Despite this recent downturn, the propensity to consume is still very pronounced. The main reasons for this are stable employment relationships and noticeable increases in income. This positive consumer sentiment is also reflected in reality, as according to initial preliminary figures from the Federal Statistical Office on the development of retail sales in August, real and nominal sales have each risen by 2.5 percent in comparison to August 2014. During the first eight months of this year, a real increase of 2.8 percent in comparison to the previous year was recorded (nominal 2.6 percent). However, only around a third of consumers’ disposal income actually reaches retailers, with the rest being spent on leisure activities, holidays, insurance and services.
Consumer climate declines
For November 2015, the overall indicator is forecasting 9.4 points in comparison to 9.6 points in October. Although this is the third consecutive drop in the consumer climate and the lowest level since February, the indicator is still very satisfactory. The excellent development of the retail sector is currently an important pillar of the consumer climate.
Future consumer sentiment will predominantly depend on whether the uncertainties currently surrounding the progression of the labor market continue to intensify. If this is the case and if employees are increasingly worried about their jobs, the propensity to consume will suffer a major setback. Concerns about unemployment are reducing the certainty with which consumers can plan for the future. In turn, this is having a particularly negative effect on the decision to make larger purchases.
About the study
These findings are extracts from the “GfK Consumer Climate MAXX survey,” which is based on approximately 2000 consumer interviews conducted each month on behalf of the European Commission. The report contains charts, forecasts, and a detailed commentary regarding the indicators. In addition, the report includes information on proposed consumer spending in 20 different areas of the durable consumer goods, non-durable consumer goods, and services markets. The GfK Consumer Climate survey has been conducted since 1980.
The consumer climate explicitly refers to all private consumer spending. However, depending on the definition, only 30 percent of private consumer spending is attributable to retail. The remainder is attributable to services, travel, rent, health services, and the entire personal care segment.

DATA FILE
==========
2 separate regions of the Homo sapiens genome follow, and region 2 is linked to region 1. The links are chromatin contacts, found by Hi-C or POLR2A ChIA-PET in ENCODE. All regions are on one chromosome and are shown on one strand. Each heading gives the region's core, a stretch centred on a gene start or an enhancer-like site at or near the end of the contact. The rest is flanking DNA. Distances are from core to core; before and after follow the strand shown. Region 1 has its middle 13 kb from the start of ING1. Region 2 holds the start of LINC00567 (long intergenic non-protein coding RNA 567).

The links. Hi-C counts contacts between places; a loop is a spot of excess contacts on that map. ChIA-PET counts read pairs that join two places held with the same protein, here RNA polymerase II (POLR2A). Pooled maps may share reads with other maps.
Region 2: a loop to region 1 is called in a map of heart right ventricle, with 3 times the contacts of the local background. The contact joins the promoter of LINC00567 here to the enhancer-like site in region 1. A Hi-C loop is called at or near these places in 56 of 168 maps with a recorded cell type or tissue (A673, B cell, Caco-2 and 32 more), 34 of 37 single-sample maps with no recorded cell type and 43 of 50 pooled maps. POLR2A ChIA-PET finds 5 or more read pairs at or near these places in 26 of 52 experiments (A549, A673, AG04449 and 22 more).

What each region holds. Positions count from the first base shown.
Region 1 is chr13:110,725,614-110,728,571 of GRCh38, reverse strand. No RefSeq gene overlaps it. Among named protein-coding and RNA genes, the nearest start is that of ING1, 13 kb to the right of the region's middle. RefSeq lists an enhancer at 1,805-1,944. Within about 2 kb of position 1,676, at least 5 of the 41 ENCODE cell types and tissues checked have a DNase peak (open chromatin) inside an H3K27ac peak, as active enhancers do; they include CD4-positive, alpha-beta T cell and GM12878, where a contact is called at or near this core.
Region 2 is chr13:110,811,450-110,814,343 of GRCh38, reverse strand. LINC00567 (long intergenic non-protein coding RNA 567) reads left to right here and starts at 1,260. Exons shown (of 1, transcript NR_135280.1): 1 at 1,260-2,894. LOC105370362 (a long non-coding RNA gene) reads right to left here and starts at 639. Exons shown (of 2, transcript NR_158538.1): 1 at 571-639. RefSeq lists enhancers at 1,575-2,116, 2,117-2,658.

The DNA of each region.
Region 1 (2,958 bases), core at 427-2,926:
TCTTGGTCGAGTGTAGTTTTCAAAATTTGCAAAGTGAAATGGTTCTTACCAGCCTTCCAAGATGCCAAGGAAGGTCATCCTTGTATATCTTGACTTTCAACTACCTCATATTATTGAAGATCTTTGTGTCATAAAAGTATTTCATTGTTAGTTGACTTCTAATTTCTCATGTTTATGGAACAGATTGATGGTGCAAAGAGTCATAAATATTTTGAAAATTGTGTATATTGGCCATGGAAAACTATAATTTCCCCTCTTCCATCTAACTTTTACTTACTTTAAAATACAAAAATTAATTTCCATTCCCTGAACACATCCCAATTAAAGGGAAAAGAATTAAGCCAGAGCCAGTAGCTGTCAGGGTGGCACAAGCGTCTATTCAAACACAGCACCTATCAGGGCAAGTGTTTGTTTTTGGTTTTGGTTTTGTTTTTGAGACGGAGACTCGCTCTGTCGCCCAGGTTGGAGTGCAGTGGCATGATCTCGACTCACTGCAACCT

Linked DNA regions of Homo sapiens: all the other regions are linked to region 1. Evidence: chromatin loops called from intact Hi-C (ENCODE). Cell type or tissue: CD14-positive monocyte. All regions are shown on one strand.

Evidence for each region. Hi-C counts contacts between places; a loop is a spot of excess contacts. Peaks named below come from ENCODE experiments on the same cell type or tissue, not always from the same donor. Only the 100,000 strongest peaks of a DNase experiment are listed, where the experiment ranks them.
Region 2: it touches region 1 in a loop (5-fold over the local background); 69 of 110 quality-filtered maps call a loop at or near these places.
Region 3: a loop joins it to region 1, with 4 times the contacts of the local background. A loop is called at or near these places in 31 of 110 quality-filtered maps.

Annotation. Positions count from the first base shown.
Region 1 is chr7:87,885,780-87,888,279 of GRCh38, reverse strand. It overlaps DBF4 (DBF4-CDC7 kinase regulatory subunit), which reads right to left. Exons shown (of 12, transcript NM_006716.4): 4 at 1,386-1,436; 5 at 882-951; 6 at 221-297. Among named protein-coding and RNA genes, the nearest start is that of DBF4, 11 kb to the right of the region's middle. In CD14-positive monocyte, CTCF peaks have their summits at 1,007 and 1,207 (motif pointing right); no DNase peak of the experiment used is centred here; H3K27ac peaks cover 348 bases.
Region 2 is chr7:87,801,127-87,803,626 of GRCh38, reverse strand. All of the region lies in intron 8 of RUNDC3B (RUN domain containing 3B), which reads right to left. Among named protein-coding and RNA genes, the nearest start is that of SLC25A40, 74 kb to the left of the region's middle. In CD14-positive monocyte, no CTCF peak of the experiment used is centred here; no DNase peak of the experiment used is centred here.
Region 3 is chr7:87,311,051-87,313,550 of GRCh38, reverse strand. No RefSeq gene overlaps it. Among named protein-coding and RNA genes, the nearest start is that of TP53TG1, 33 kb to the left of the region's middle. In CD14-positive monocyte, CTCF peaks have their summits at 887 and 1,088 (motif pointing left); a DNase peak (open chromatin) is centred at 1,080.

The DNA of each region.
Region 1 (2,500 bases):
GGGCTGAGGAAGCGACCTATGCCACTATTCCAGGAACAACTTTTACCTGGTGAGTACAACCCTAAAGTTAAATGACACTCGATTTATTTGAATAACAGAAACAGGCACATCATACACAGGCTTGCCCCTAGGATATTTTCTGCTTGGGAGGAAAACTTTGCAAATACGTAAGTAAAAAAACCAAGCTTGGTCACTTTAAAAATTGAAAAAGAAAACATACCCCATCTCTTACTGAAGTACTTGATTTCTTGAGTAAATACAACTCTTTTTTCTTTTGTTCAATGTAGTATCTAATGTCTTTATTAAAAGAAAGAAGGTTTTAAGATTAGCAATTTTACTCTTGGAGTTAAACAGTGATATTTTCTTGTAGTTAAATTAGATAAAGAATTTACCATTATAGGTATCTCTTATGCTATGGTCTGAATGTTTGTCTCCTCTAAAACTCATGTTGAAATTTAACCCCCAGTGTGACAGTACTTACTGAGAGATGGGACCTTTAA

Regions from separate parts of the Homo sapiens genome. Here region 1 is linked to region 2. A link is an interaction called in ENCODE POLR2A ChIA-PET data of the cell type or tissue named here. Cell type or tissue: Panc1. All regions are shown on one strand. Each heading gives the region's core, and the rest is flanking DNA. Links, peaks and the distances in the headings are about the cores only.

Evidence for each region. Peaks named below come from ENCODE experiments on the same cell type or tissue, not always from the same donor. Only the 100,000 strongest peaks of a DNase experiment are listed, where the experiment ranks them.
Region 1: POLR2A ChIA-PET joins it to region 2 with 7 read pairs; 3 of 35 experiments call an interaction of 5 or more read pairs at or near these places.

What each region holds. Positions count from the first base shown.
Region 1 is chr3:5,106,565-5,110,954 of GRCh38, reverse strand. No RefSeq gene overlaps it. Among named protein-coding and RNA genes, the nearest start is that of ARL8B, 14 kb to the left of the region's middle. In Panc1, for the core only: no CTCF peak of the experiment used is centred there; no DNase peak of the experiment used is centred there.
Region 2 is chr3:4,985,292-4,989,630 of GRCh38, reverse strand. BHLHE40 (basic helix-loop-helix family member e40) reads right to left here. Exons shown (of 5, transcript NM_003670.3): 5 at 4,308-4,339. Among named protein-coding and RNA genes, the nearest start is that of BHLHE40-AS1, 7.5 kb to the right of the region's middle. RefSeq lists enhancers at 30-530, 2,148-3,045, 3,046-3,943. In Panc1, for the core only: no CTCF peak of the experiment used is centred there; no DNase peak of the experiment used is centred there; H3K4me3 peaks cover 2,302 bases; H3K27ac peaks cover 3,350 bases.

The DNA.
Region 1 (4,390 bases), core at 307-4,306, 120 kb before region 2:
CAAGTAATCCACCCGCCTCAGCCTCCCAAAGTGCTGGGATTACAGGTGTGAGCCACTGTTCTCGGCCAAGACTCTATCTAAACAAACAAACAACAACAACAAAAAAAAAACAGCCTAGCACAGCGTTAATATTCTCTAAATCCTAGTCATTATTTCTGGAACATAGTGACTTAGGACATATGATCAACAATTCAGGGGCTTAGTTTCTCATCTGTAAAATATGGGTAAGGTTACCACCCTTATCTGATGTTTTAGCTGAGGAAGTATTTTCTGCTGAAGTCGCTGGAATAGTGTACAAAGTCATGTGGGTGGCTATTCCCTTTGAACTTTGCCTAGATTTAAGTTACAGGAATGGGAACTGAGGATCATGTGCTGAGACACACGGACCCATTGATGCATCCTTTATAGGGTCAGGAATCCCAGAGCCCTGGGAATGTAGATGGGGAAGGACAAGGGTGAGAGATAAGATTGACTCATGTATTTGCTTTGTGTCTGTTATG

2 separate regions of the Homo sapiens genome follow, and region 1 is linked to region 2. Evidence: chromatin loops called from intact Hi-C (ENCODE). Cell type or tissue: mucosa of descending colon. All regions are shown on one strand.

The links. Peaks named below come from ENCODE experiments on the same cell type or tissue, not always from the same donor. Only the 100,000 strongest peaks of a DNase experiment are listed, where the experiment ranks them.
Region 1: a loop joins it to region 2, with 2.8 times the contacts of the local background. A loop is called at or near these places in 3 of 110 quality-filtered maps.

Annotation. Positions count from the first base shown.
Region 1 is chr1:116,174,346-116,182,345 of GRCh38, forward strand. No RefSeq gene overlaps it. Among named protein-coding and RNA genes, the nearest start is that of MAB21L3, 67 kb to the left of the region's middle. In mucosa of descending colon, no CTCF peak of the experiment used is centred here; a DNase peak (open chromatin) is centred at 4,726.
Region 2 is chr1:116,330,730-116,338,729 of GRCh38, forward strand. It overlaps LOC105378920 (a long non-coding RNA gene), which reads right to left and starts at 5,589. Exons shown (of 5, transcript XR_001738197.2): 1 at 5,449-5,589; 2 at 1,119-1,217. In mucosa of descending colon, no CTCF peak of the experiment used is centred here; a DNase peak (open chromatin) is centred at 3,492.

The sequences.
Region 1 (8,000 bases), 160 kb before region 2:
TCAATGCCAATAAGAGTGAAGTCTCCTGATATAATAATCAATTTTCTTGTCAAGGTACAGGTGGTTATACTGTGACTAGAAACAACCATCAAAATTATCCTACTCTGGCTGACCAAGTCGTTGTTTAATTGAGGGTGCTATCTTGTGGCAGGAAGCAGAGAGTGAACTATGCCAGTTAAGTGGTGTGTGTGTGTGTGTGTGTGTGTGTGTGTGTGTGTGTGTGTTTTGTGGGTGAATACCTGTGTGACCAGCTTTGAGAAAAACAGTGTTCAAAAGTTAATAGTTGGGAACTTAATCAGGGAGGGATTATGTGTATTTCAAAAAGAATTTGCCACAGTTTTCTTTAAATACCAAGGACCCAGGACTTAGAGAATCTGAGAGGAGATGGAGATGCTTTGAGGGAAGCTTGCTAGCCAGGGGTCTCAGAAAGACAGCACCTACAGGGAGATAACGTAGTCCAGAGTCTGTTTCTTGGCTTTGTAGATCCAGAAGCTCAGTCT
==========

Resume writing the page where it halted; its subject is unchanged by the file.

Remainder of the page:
GfK is predicting a rise in private consumption of 1.5 percent for 2015. Again, this does not only concern retail sales, but rather all consumer spending. Last year, GfK also forecast that private spending would increase by 1.5 percent. According to figures from the Federal Statistical Office, private spending grew by 1.2 percent in 2014.
Willingness to buy – like all the other indicators – is an indicator of sentiment. It examines whether consumers think it is currently advisable to make major purchases. Even if they answer “yes,” two further requirements need to be fulfilled for a purchase to be made: Consumers must have the money that is required for such a major purchase and they must also view this acquisition as necessary. In addition, it only concerns durable consumer goods, which also require a larger budget.
The findings of the consumer climate survey are based on approximately 2,000 interviews conducted each month on a representative sample of the German population. This survey tool is subject to continuous quality controls, particularly with respect to its representativity. The fact that the results are used and recognized in the field of empirical legal research (for example, with respect to the likelihood of confusion between products) is a testament to the exceptionally high quality of this survey. This means that the results are quality approved by experts and must stand up in court.
For more information: Rolf Bürkl, Tel. +49 911 395-3056